Landmarks: The Year 2007
There have been times when I’ve found it difficult to pick a favorite record for a given year, but 2007 wasn’t one of them. Granted, any time Joe Henry releases a new album, it makes the Album of the Year race fairly tough to call for me, but 2007’s Civilians felt particularly timely and triumphant. Part of it was that the album was the follow-up to Tiny Voices— an album that had by then become my all-time favorite, by Henry or anybody else– and that it had been some four years in the making. But more than that, the album followed on the heels of a particularly turbulent political season and looked ahead to the election cycle that was to come, yet it was not, as Henry has always been quick to point out, a “political album.” Actually, it was a decidedly spiritual one, casting its eye to national affairs but also invoking God’s name on nearly every song and exploring profoundly theological matters– namely, the providence and grace of God, themes it addresses more poetically and richly than any other album I know of, save perhaps Sam Phillips’ A Boot and a Shoe.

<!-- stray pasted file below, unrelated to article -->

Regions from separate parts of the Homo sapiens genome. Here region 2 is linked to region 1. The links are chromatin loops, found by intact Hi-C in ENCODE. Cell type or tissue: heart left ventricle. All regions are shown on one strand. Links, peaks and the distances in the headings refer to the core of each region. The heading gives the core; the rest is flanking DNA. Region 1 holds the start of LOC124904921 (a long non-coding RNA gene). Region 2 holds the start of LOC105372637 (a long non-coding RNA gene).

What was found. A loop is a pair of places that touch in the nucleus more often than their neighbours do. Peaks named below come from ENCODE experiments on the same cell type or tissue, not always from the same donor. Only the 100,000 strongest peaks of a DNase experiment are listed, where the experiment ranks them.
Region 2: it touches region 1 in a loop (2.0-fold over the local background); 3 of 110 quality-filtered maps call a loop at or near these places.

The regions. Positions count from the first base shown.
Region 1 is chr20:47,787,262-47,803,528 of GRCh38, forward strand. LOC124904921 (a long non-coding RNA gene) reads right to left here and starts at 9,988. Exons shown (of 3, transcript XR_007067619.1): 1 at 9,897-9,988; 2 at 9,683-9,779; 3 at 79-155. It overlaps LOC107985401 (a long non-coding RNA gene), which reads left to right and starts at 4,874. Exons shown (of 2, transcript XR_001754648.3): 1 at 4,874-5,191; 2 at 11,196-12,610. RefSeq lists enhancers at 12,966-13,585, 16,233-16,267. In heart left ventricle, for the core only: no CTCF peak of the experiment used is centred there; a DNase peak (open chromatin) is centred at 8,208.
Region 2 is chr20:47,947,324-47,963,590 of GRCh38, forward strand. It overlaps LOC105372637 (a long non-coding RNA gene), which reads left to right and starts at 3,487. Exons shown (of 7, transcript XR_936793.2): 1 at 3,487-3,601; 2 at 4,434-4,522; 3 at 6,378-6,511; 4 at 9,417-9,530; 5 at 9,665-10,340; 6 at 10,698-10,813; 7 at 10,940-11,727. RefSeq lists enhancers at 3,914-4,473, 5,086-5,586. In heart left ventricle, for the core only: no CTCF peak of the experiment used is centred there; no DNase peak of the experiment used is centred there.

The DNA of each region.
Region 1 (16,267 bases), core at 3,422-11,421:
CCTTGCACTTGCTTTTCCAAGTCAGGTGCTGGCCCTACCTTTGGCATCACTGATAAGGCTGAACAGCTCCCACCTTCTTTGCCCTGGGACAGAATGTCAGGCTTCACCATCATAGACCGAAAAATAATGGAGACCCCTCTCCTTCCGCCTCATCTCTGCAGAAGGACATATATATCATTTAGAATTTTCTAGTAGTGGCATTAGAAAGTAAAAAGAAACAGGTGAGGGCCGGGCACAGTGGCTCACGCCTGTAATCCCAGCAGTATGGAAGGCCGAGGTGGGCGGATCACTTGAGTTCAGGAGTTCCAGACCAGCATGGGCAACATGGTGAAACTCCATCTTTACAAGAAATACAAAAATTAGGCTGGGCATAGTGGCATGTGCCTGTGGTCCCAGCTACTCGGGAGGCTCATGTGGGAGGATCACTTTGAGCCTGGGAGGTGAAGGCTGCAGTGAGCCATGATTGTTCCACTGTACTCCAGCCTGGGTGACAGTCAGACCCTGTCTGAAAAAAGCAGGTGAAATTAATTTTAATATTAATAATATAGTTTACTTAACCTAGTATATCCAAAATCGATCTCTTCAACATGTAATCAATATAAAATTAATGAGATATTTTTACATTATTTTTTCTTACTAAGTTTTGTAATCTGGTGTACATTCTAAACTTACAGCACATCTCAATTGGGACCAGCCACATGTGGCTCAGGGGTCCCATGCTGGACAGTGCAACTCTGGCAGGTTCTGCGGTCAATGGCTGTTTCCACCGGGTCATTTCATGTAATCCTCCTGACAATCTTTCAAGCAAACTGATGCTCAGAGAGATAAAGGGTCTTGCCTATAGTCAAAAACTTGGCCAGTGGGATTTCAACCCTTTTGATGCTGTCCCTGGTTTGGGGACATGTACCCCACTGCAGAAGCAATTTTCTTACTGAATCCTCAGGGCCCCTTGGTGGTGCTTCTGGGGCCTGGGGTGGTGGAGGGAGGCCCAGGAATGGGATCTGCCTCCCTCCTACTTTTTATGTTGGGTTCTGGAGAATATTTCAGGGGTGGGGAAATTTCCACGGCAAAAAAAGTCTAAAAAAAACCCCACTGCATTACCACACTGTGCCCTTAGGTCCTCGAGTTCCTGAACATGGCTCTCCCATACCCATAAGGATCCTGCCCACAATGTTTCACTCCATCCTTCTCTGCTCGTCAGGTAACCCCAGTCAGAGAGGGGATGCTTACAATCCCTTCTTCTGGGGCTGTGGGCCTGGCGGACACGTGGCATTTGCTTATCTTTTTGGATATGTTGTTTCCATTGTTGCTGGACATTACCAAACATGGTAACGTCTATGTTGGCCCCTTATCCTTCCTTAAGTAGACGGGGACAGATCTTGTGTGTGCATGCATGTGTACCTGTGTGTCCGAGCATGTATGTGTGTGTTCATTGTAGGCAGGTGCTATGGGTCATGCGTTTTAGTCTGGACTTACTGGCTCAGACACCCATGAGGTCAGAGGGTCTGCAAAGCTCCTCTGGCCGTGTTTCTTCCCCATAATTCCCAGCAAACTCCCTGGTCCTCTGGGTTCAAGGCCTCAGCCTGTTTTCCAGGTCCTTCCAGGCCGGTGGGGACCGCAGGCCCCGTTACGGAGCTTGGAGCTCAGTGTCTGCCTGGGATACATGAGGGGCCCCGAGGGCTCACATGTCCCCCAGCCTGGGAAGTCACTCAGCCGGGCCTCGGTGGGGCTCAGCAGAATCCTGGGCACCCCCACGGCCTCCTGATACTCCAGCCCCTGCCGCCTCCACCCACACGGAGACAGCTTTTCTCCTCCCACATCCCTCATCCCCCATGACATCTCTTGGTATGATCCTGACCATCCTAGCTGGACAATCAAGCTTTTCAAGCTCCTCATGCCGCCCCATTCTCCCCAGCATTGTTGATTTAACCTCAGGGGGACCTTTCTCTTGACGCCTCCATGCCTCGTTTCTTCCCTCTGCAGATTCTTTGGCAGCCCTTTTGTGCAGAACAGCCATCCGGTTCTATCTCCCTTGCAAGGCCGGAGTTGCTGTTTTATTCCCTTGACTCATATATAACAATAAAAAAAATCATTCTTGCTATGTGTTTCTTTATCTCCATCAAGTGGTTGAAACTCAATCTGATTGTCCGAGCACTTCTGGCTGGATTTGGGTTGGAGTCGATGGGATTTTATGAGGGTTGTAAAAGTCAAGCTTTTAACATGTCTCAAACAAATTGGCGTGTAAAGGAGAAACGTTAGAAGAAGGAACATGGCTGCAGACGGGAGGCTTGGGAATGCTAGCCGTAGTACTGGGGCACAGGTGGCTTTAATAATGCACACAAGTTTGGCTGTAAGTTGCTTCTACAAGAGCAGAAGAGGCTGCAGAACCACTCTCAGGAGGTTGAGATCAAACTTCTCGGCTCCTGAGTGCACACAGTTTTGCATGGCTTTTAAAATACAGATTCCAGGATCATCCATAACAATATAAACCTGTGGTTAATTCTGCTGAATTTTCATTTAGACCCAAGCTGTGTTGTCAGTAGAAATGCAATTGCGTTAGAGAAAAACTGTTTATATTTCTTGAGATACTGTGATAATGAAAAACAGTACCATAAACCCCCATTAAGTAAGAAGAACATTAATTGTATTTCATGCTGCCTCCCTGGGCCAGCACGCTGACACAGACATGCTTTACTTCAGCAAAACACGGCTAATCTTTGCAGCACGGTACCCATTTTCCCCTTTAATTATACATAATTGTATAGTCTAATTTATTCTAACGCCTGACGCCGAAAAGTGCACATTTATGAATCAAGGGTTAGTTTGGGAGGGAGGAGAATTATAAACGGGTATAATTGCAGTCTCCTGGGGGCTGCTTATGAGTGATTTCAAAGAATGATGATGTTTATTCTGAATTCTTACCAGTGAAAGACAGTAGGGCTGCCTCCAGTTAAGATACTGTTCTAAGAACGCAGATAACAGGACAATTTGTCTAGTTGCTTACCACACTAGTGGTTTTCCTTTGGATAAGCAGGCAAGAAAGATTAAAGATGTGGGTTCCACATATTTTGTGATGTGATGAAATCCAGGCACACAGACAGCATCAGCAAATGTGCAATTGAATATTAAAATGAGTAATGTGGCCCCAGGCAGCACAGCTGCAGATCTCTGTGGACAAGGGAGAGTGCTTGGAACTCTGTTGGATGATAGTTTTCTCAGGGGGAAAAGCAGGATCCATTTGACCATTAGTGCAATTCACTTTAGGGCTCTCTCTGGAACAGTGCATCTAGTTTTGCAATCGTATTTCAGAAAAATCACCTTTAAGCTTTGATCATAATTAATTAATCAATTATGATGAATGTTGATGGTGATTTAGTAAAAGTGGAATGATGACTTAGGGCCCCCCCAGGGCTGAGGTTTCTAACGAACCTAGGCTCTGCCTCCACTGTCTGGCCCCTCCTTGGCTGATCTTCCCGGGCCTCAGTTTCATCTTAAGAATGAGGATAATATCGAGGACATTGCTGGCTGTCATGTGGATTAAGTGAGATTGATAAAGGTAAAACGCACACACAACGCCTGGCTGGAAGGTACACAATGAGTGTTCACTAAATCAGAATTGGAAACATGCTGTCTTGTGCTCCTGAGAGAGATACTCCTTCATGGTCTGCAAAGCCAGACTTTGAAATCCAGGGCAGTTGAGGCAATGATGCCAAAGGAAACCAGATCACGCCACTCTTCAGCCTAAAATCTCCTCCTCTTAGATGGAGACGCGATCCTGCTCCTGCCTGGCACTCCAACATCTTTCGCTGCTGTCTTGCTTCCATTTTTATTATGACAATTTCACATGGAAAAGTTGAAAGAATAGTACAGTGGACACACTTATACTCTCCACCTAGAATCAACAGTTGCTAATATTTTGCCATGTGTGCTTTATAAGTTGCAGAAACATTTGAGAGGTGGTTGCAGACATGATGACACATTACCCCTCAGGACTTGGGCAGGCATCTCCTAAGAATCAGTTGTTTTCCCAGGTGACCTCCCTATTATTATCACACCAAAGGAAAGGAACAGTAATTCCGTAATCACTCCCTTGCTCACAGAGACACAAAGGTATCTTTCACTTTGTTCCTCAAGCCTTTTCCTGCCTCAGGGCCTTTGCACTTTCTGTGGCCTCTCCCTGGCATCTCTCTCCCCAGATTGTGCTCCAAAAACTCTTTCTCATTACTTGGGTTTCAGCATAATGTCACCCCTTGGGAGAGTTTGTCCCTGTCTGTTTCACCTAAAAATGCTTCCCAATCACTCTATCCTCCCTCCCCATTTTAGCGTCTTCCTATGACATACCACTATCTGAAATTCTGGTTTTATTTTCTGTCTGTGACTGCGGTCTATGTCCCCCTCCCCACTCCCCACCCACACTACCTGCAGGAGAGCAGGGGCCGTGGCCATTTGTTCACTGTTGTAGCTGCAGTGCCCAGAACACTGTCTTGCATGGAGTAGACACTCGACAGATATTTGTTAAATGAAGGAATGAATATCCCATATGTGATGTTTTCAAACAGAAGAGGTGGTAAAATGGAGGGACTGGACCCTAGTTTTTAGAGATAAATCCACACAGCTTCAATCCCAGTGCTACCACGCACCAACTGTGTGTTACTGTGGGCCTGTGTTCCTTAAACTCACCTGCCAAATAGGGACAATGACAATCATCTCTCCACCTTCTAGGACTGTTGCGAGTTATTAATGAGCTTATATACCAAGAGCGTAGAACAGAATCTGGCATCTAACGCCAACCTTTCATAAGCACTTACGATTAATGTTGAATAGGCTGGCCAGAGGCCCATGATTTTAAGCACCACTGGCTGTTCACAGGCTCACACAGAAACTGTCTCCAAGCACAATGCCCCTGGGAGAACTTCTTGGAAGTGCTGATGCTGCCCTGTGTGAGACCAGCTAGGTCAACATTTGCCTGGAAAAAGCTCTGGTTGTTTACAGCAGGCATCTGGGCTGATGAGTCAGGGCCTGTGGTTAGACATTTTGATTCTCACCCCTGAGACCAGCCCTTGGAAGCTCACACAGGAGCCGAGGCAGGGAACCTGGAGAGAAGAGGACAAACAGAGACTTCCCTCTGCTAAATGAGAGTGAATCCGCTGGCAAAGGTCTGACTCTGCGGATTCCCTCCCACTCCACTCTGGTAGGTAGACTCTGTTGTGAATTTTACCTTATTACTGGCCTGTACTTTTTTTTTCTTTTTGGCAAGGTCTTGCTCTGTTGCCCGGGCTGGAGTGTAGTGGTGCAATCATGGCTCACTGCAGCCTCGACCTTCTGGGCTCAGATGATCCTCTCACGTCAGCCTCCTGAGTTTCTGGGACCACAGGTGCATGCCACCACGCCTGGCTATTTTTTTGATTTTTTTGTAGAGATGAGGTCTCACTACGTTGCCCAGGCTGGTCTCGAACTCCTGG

Henry was 2007’s true MVP, not only for that album’s superb songwriting but also for his skilled work as a producer, both on Civilians and on a pair of albums he cut for other artists– Loudon Wainwright III‘s Strange Weirdos and Mary Gauthier‘s Between Daylight and Dark. These three albums are produced immaculately and cut with the same core band, which made them feel, at the time, a bit like a trilogy, though all three have very distinct characteristics. If Henry’s album is about poetry and spiritual exploration, Wainwright’s is about joy and humor, and Gauthier’s about gritty blues. All three are utterly excellent, though, and rank as three of the finest albums from 2007, which I still think of as The Year of Joe Henry.